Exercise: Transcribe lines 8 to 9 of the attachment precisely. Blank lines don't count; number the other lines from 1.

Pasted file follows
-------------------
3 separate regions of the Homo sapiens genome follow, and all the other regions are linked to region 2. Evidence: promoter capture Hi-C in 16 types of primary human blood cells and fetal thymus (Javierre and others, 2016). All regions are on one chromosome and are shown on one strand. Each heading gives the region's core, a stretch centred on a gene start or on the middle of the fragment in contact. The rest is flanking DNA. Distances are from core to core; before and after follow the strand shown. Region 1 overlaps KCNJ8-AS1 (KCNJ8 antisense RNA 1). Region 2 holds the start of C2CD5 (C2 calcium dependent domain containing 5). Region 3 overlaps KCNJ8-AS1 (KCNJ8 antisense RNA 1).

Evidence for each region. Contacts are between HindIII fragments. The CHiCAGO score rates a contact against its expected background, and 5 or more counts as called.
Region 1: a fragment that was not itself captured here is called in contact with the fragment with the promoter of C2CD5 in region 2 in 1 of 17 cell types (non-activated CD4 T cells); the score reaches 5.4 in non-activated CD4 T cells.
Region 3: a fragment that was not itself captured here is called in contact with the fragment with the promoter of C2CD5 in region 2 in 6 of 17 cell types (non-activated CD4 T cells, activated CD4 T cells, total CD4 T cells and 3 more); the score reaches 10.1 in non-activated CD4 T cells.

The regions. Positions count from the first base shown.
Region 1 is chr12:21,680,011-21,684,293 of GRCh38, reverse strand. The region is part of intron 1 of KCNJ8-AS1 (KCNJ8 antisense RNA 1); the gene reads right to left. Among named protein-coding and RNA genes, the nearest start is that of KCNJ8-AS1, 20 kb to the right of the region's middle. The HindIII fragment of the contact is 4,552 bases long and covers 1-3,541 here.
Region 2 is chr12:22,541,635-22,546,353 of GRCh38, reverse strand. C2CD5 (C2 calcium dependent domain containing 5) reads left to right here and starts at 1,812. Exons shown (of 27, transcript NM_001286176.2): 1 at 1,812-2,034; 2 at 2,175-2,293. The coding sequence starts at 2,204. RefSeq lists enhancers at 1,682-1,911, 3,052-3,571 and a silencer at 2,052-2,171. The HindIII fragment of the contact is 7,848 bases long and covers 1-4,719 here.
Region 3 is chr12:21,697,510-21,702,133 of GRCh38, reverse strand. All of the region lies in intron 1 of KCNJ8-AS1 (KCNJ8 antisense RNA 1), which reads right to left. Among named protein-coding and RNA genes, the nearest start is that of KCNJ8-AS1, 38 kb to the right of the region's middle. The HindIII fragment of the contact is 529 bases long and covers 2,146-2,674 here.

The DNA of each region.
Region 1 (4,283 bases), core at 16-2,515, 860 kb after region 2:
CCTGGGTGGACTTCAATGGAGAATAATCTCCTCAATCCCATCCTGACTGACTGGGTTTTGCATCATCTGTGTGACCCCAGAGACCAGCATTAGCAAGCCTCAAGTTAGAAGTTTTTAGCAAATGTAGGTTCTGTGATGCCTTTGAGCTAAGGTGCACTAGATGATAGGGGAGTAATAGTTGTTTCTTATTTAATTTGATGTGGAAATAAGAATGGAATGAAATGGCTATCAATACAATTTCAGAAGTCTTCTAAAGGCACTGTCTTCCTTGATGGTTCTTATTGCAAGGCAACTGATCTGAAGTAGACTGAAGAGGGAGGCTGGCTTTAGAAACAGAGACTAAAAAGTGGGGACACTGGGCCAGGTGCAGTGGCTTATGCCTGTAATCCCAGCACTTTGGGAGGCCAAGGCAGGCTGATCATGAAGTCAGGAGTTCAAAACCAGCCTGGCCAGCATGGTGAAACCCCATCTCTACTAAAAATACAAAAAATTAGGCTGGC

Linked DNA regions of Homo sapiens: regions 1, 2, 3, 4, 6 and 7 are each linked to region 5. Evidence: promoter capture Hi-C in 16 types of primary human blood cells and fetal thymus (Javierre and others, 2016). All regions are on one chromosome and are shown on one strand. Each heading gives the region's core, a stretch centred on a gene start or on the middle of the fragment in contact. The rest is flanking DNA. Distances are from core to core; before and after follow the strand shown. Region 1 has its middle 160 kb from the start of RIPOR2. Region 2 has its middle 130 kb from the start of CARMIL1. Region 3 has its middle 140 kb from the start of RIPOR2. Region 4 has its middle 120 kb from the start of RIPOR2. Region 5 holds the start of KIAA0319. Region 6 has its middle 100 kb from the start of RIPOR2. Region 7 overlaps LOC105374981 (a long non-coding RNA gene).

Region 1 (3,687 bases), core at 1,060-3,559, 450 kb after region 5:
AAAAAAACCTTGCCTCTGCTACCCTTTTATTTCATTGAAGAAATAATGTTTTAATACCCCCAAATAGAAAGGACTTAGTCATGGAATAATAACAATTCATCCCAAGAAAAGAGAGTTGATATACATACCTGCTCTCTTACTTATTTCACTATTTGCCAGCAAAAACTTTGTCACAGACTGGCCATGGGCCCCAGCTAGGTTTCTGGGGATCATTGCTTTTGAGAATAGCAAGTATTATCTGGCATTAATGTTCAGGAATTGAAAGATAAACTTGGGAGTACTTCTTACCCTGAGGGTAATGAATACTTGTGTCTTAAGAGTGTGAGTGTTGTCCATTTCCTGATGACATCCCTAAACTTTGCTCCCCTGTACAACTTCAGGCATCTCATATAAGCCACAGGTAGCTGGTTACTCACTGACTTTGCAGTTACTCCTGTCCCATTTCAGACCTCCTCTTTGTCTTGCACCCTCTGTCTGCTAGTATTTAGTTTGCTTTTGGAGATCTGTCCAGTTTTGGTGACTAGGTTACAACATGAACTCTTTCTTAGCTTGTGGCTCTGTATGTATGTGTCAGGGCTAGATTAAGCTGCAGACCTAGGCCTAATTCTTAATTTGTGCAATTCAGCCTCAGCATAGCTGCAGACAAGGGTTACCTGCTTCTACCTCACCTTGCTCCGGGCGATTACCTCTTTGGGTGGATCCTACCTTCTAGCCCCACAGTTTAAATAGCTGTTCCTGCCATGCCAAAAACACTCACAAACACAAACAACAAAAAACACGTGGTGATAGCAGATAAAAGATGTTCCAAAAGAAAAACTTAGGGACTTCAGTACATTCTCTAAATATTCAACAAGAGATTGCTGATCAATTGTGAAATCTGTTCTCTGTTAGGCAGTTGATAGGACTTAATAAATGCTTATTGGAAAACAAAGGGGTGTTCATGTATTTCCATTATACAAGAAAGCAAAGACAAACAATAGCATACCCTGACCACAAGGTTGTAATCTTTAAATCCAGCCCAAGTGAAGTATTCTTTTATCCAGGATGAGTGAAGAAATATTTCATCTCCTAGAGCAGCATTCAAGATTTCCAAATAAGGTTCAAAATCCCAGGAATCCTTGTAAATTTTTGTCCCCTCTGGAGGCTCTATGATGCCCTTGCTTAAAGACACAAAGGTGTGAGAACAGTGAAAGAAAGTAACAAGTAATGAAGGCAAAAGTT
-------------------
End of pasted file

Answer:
Region 3 is chr12:21,697,510-21,702,133 of GRCh38, reverse strand. All of the region lies in intron 1 of KCNJ8-AS1 (KCNJ8 antisense RNA 1), which reads right to left. Among named protein-coding and RNA genes, the nearest start is that of KCNJ8-AS1, 38 kb to the right of the region's middle. The HindIII fragment of the contact is 529 bases long and covers 2,146-2,674 here.

The DNA of each region.